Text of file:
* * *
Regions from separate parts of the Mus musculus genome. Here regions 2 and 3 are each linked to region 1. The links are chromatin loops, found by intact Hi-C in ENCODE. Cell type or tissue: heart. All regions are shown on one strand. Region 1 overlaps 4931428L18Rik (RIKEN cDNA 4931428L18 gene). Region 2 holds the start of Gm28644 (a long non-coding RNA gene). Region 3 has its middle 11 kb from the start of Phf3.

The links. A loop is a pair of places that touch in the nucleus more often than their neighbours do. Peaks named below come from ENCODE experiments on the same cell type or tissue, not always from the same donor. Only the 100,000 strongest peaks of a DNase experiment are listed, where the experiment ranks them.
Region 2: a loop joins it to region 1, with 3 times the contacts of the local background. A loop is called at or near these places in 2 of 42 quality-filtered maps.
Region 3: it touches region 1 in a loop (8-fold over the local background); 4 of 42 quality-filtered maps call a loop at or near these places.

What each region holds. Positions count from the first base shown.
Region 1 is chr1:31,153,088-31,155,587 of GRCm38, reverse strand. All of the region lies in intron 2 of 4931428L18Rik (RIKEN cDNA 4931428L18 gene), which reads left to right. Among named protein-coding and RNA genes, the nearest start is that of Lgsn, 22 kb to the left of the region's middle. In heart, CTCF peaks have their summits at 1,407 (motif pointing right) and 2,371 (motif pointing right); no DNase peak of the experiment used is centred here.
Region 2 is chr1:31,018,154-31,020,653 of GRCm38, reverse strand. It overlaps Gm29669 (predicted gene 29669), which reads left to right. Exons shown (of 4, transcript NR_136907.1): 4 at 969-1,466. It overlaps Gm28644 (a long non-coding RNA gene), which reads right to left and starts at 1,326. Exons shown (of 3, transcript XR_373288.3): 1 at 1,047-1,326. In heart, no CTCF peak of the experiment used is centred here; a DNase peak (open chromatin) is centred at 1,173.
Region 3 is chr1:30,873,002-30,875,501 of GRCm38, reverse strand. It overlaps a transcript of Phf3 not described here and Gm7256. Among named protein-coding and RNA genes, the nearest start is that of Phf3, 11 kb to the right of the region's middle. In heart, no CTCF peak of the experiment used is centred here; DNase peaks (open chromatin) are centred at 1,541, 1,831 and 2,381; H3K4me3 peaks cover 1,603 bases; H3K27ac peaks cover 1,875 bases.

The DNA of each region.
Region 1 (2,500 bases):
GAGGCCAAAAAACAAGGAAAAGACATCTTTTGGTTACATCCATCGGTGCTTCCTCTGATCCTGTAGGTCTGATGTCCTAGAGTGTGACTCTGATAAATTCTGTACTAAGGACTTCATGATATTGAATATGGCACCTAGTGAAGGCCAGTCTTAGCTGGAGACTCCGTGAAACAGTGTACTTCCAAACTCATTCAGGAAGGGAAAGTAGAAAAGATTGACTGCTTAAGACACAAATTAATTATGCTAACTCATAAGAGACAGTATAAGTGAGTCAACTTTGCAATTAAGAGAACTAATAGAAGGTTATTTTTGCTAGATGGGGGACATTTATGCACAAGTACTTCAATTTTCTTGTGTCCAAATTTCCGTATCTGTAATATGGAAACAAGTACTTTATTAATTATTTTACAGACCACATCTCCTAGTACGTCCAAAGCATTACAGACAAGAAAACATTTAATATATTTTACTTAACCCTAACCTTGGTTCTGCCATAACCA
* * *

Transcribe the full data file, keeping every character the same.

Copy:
Regions from separate parts of the Mus musculus genome. Here regions 2 and 3 are each linked to region 1. The links are chromatin loops, found by intact Hi-C in ENCODE. Cell type or tissue: heart. All regions are shown on one strand. Region 1 overlaps 4931428L18Rik (RIKEN cDNA 4931428L18 gene). Region 2 holds the start of Gm28644 (a long non-coding RNA gene). Region 3 has its middle 11 kb from the start of Phf3.

The links. A loop is a pair of places that touch in the nucleus more often than their neighbours do. Peaks named below come from ENCODE experiments on the same cell type or tissue, not always from the same donor. Only the 100,000 strongest peaks of a DNase experiment are listed, where the experiment ranks them.
Region 2: a loop joins it to region 1, with 3 times the contacts of the local background. A loop is called at or near these places in 2 of 42 quality-filtered maps.
Region 3: it touches region 1 in a loop (8-fold over the local background); 4 of 42 quality-filtered maps call a loop at or near these places.

What each region holds. Positions count from the first base shown.
Region 1 is chr1:31,153,088-31,155,587 of GRCm38, reverse strand. All of the region lies in intron 2 of 4931428L18Rik (RIKEN cDNA 4931428L18 gene), which reads left to right. Among named protein-coding and RNA genes, the nearest start is that of Lgsn, 22 kb to the left of the region's middle. In heart, CTCF peaks have their summits at 1,407 (motif pointing right) and 2,371 (motif pointing right); no DNase peak of the experiment used is centred here.
Region 2 is chr1:31,018,154-31,020,653 of GRCm38, reverse strand. It overlaps Gm29669 (predicted gene 29669), which reads left to right. Exons shown (of 4, transcript NR_136907.1): 4 at 969-1,466. It overlaps Gm28644 (a long non-coding RNA gene), which reads right to left and starts at 1,326. Exons shown (of 3, transcript XR_373288.3): 1 at 1,047-1,326. In heart, no CTCF peak of the experiment used is centred here; a DNase peak (open chromatin) is centred at 1,173.
Region 3 is chr1:30,873,002-30,875,501 of GRCm38, reverse strand. It overlaps a transcript of Phf3 not described here and Gm7256. Among named protein-coding and RNA genes, the nearest start is that of Phf3, 11 kb to the right of the region's middle. In heart, no CTCF peak of the experiment used is centred here; DNase peaks (open chromatin) are centred at 1,541, 1,831 and 2,381; H3K4me3 peaks cover 1,603 bases; H3K27ac peaks cover 1,875 bases.

The DNA of each region.
Region 1 (2,500 bases):
GAGGCCAAAAAACAAGGAAAAGACATCTTTTGGTTACATCCATCGGTGCTTCCTCTGATCCTGTAGGTCTGATGTCCTAGAGTGTGACTCTGATAAATTCTGTACTAAGGACTTCATGATATTGAATATGGCACCTAGTGAAGGCCAGTCTTAGCTGGAGACTCCGTGAAACAGTGTACTTCCAAACTCATTCAGGAAGGGAAAGTAGAAAAGATTGACTGCTTAAGACACAAATTAATTATGCTAACTCATAAGAGACAGTATAAGTGAGTCAACTTTGCAATTAAGAGAACTAATAGAAGGTTATTTTTGCTAGATGGGGGACATTTATGCACAAGTACTTCAATTTTCTTGTGTCCAAATTTCCGTATCTGTAATATGGAAACAAGTACTTTATTAATTATTTTACAGACCACATCTCCTAGTACGTCCAAAGCATTACAGACAAGAAAACATTTAATATATTTTACTTAACCCTAACCTTGGTTCTGCCATAACCA